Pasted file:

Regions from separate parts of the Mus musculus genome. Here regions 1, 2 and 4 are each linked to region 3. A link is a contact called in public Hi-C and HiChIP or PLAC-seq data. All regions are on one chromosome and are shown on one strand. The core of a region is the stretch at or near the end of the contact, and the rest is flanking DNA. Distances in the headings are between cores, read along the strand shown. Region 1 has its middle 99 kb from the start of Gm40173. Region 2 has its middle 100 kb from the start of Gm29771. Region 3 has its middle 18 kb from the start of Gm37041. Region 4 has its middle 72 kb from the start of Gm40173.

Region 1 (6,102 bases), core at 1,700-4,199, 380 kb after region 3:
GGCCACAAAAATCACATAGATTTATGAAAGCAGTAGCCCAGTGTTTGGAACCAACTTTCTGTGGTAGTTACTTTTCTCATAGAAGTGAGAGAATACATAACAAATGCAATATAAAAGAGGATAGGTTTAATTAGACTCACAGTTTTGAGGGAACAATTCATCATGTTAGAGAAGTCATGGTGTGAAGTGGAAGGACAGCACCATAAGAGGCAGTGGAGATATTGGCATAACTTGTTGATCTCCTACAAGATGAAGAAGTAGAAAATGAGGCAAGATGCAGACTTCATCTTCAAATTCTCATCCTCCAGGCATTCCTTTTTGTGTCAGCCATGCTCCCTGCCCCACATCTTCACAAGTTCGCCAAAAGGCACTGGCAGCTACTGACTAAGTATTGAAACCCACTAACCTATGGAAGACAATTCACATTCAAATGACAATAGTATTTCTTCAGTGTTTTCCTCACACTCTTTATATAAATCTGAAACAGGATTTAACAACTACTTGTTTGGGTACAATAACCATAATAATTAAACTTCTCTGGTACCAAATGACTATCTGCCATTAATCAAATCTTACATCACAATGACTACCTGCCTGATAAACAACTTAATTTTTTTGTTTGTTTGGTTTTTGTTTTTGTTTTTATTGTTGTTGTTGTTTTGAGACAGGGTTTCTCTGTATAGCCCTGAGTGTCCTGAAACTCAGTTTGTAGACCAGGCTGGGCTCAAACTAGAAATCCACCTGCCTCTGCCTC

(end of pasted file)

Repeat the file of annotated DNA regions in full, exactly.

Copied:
Regions from separate parts of the Mus musculus genome. Here regions 1, 2 and 4 are each linked to region 3. A link is a contact called in public Hi-C and HiChIP or PLAC-seq data. All regions are on one chromosome and are shown on one strand. The core of a region is the stretch at or near the end of the contact, and the rest is flanking DNA. Distances in the headings are between cores, read along the strand shown. Region 1 has its middle 99 kb from the start of Gm40173. Region 2 has its middle 100 kb from the start of Gm29771. Region 3 has its middle 18 kb from the start of Gm37041. Region 4 has its middle 72 kb from the start of Gm40173.

Region 1 (6,102 bases), core at 1,700-4,199, 380 kb after region 3:
GGCCACAAAAATCACATAGATTTATGAAAGCAGTAGCCCAGTGTTTGGAACCAACTTTCTGTGGTAGTTACTTTTCTCATAGAAGTGAGAGAATACATAACAAATGCAATATAAAAGAGGATAGGTTTAATTAGACTCACAGTTTTGAGGGAACAATTCATCATGTTAGAGAAGTCATGGTGTGAAGTGGAAGGACAGCACCATAAGAGGCAGTGGAGATATTGGCATAACTTGTTGATCTCCTACAAGATGAAGAAGTAGAAAATGAGGCAAGATGCAGACTTCATCTTCAAATTCTCATCCTCCAGGCATTCCTTTTTGTGTCAGCCATGCTCCCTGCCCCACATCTTCACAAGTTCGCCAAAAGGCACTGGCAGCTACTGACTAAGTATTGAAACCCACTAACCTATGGAAGACAATTCACATTCAAATGACAATAGTATTTCTTCAGTGTTTTCCTCACACTCTTTATATAAATCTGAAACAGGATTTAACAACTACTTGTTTGGGTACAATAACCATAATAATTAAACTTCTCTGGTACCAAATGACTATCTGCCATTAATCAAATCTTACATCACAATGACTACCTGCCTGATAAACAACTTAATTTTTTTGTTTGTTTGGTTTTTGTTTTTGTTTTTATTGTTGTTGTTGTTTTGAGACAGGGTTTCTCTGTATAGCCCTGAGTGTCCTGAAACTCAGTTTGTAGACCAGGCTGGGCTCAAACTAGAAATCCACCTGCCTCTGCCTC